Hurricane Matthew continues to threaten the Southeast coast Saturday, bringing its ferocious storm surges and powerful rainfall through the region.

Matthew — downgraded to a Category 1 storm — still maintained threatening power, with maximum sustained winds reaching 85 mph, the National Hurricane Center said in an 8 a.m. advisory Saturday.

The National Guard deployed 11 troops to Brunswick County, where storm surging and flooding have been an issue.

Saturday morning, North Carolina Governor Pat McCrory warned residents that even though Matthew's winds have downgraded, the storm is still a danger because of flooding and storm surge. He says Matthew could cause some of the worst flooding in NC since Hurricane Floyd in 1999, which dumped 19 inches of rain in Wilmington and destroyed the town of Princeville.

Southeastern NC could see as much as 10-15 inches of rain as Matthew tracks back out into the Atlantic Ocean.

Here's What We Know: Hurricane Matthew's Impact On The Coast

As of 5 a.m. ET, Matthew was located 20 miles southeast of Hilton Head Island, S.C., moving at 12 mph, the National Hurricane Center said in its advisory. The storm is expected to move into South Carolina and reach southern North Carolina by night.

PHOTOS: Sights From NC Coast As Matthew Nears

"There is nothing safe about what is getting ready to happen," South Carolina governor Nikki Haley said Friday. "This is the last time you will hear my voice when I am asking you to evacuate. We need everybody to consider evacuating and take this very seriously."

At least four people died in Florida and over 1.1 million people were without power. An elderly St. Lucie County couple died from carbon monoxide fumes while running a generator in their garage and two women were killed in separate events when trees fell on a home and a camper.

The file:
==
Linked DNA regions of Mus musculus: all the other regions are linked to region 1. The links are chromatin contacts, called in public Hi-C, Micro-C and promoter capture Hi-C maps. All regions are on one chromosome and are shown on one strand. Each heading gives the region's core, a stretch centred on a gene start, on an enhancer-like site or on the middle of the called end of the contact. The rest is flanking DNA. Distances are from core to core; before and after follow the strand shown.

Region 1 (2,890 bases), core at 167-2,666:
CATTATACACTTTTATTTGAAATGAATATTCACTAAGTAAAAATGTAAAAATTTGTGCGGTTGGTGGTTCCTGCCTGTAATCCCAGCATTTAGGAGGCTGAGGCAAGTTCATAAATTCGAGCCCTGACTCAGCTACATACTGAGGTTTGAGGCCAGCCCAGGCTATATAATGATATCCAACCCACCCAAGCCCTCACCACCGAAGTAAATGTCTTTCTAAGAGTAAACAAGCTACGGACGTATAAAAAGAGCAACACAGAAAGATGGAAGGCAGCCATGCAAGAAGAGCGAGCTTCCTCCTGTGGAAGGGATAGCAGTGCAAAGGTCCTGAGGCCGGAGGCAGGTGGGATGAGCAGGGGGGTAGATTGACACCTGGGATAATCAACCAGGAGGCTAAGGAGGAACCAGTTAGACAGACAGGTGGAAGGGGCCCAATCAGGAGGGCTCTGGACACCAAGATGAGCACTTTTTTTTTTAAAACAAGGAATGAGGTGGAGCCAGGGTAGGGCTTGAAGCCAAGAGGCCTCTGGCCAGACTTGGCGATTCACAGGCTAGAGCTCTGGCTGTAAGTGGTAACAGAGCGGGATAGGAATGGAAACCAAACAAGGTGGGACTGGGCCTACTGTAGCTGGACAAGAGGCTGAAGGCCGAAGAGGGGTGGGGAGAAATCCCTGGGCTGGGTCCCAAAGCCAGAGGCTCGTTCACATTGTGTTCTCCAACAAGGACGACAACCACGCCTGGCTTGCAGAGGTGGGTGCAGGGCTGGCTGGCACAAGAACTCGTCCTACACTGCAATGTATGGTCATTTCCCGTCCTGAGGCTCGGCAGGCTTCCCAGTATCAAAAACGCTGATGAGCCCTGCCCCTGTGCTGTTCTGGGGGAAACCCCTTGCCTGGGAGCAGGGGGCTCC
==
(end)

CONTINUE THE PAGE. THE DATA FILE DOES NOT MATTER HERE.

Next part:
As of 6 a.m. Saturday, more than 125,000 power outages have been reported by utilities operating in the Low Country as a result of Hurricane Matthew. South Carolina Electric & Gas Company reported a total of 105,404 outages statewide, while South Carolina's Berkeley County Electric Cooperative reported 20,114.

People in coastal areas should stay off the roads because “they will die,” warned Tom Johnson, emergency manager for the South Carolina Department of Transportation.

“We are not anticipating going out and clearing any roadways or anything of that matter until at least Sunday morning,” Johnson said.

Charleston's police chief announced a midnight to 6 a.m. curfew for Friday to protect the public from the high tide expected at 1 a.m. “We do not want to deal with individuals who get themselves trapped out in this severe situation,” Chief Greg Mullen said.

Of the 500,000 people instructed to leave low-lying coastal areas, Haley said that more than 300,000 people had pulled out. Many of those who didn't, she said, were on Daniel Island, a 4,000-acre area on the east bank of the Cooper River in Charleston.

At least 18 roads in the city of Mt. Pleasant, S.C., are impassable, officials say, as the western eyewall of Hurricane Matthew moved along the lower South Carolina coast at 5 a.m. ET Saturday. Charleston County authorities reported trees and power lines down throughout the county as 1,538 people waited out the storm in shelters.